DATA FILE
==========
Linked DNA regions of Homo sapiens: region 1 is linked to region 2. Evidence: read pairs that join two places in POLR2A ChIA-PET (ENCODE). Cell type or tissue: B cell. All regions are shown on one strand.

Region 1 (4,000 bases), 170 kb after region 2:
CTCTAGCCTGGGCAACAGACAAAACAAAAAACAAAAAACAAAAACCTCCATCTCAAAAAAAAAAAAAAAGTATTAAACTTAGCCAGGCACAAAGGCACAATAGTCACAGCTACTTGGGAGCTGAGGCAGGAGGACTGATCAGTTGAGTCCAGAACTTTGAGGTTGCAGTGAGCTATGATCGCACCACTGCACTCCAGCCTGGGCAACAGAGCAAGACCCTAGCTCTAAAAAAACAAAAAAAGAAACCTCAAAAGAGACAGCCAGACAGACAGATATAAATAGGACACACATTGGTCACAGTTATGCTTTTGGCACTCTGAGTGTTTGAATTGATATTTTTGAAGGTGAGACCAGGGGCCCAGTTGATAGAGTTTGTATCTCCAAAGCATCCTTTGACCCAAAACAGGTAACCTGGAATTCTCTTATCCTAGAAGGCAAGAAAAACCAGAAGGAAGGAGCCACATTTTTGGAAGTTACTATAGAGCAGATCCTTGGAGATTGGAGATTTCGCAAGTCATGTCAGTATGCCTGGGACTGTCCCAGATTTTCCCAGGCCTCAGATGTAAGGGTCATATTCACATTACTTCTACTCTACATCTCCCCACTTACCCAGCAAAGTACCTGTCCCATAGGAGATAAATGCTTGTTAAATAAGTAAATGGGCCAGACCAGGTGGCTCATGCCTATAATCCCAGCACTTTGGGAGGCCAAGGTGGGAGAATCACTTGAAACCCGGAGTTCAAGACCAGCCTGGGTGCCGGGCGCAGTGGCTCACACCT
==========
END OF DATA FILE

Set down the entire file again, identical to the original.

Linked DNA regions of Homo sapiens: region 1 is linked to region 2. Evidence: read pairs that join two places in POLR2A ChIA-PET (ENCODE). Cell type or tissue: B cell. All regions are shown on one strand.

Region 1 (4,000 bases), 170 kb after region 2:
CTCTAGCCTGGGCAACAGACAAAACAAAAAACAAAAAACAAAAACCTCCATCTCAAAAAAAAAAAAAAAGTATTAAACTTAGCCAGGCACAAAGGCACAATAGTCACAGCTACTTGGGAGCTGAGGCAGGAGGACTGATCAGTTGAGTCCAGAACTTTGAGGTTGCAGTGAGCTATGATCGCACCACTGCACTCCAGCCTGGGCAACAGAGCAAGACCCTAGCTCTAAAAAAACAAAAAAAGAAACCTCAAAAGAGACAGCCAGACAGACAGATATAAATAGGACACACATTGGTCACAGTTATGCTTTTGGCACTCTGAGTGTTTGAATTGATATTTTTGAAGGTGAGACCAGGGGCCCAGTTGATAGAGTTTGTATCTCCAAAGCATCCTTTGACCCAAAACAGGTAACCTGGAATTCTCTTATCCTAGAAGGCAAGAAAAACCAGAAGGAAGGAGCCACATTTTTGGAAGTTACTATAGAGCAGATCCTTGGAGATTGGAGATTTCGCAAGTCATGTCAGTATGCCTGGGACTGTCCCAGATTTTCCCAGGCCTCAGATGTAAGGGTCATATTCACATTACTTCTACTCTACATCTCCCCACTTACCCAGCAAAGTACCTGTCCCATAGGAGATAAATGCTTGTTAAATAAGTAAATGGGCCAGACCAGGTGGCTCATGCCTATAATCCCAGCACTTTGGGAGGCCAAGGTGGGAGAATCACTTGAAACCCGGAGTTCAAGACCAGCCTGGGTGCCGGGCGCAGTGGCTCACACCT